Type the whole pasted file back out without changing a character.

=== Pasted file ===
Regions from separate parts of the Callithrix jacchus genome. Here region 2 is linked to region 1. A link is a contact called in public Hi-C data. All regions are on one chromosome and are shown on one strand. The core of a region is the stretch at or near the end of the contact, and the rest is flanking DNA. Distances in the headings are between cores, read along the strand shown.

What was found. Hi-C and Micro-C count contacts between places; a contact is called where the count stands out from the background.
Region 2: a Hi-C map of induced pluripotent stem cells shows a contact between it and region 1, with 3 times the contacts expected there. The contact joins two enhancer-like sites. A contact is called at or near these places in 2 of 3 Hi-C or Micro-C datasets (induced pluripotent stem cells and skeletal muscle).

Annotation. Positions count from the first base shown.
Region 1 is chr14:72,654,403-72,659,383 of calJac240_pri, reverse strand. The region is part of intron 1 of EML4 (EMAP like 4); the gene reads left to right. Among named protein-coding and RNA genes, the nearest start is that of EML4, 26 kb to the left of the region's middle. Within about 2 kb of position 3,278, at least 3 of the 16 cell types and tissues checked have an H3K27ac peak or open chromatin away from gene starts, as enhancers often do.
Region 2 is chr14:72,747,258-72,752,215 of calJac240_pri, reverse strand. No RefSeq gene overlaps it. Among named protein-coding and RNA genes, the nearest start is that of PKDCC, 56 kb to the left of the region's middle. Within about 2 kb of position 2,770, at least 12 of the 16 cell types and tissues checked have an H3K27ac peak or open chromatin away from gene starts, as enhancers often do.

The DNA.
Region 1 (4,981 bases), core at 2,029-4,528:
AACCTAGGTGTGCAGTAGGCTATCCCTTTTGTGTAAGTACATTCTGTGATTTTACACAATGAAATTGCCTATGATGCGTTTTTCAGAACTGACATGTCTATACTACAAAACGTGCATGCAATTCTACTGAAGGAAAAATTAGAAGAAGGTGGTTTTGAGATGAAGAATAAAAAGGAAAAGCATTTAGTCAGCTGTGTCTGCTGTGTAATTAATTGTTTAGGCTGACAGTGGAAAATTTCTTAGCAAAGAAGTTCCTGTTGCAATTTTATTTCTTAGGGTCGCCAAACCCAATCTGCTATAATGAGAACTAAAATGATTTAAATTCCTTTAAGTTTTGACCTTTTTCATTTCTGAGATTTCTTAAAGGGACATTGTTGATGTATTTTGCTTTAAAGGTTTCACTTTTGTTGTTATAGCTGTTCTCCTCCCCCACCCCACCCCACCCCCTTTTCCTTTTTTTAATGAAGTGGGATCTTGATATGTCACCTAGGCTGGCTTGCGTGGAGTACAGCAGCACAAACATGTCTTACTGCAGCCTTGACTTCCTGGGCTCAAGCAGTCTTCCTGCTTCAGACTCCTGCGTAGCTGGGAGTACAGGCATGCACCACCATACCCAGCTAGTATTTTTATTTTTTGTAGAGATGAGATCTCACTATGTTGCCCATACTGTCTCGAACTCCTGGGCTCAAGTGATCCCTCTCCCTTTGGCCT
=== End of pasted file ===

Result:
Regions from separate parts of the Callithrix jacchus genome. Here region 2 is linked to region 1. A link is a contact called in public Hi-C data. All regions are on one chromosome and are shown on one strand. The core of a region is the stretch at or near the end of the contact, and the rest is flanking DNA. Distances in the headings are between cores, read along the strand shown.

What was found. Hi-C and Micro-C count contacts between places; a contact is called where the count stands out from the background.
Region 2: a Hi-C map of induced pluripotent stem cells shows a contact between it and region 1, with 3 times the contacts expected there. The contact joins two enhancer-like sites. A contact is called at or near these places in 2 of 3 Hi-C or Micro-C datasets (induced pluripotent stem cells and skeletal muscle).

Annotation. Positions count from the first base shown.
Region 1 is chr14:72,654,403-72,659,383 of calJac240_pri, reverse strand. The region is part of intron 1 of EML4 (EMAP like 4); the gene reads left to right. Among named protein-coding and RNA genes, the nearest start is that of EML4, 26 kb to the left of the region's middle. Within about 2 kb of position 3,278, at least 3 of the 16 cell types and tissues checked have an H3K27ac peak or open chromatin away from gene starts, as enhancers often do.
Region 2 is chr14:72,747,258-72,752,215 of calJac240_pri, reverse strand. No RefSeq gene overlaps it. Among named protein-coding and RNA genes, the nearest start is that of PKDCC, 56 kb to the left of the region's middle. Within about 2 kb of position 2,770, at least 12 of the 16 cell types and tissues checked have an H3K27ac peak or open chromatin away from gene starts, as enhancers often do.

The DNA.
Region 1 (4,981 bases), core at 2,029-4,528:
AACCTAGGTGTGCAGTAGGCTATCCCTTTTGTGTAAGTACATTCTGTGATTTTACACAATGAAATTGCCTATGATGCGTTTTTCAGAACTGACATGTCTATACTACAAAACGTGCATGCAATTCTACTGAAGGAAAAATTAGAAGAAGGTGGTTTTGAGATGAAGAATAAAAAGGAAAAGCATTTAGTCAGCTGTGTCTGCTGTGTAATTAATTGTTTAGGCTGACAGTGGAAAATTTCTTAGCAAAGAAGTTCCTGTTGCAATTTTATTTCTTAGGGTCGCCAAACCCAATCTGCTATAATGAGAACTAAAATGATTTAAATTCCTTTAAGTTTTGACCTTTTTCATTTCTGAGATTTCTTAAAGGGACATTGTTGATGTATTTTGCTTTAAAGGTTTCACTTTTGTTGTTATAGCTGTTCTCCTCCCCCACCCCACCCCACCCCCTTTTCCTTTTTTTAATGAAGTGGGATCTTGATATGTCACCTAGGCTGGCTTGCGTGGAGTACAGCAGCACAAACATGTCTTACTGCAGCCTTGACTTCCTGGGCTCAAGCAGTCTTCCTGCTTCAGACTCCTGCGTAGCTGGGAGTACAGGCATGCACCACCATACCCAGCTAGTATTTTTATTTTTTGTAGAGATGAGATCTCACTATGTTGCCCATACTGTCTCGAACTCCTGGGCTCAAGTGATCCCTCTCCCTTTGGCCT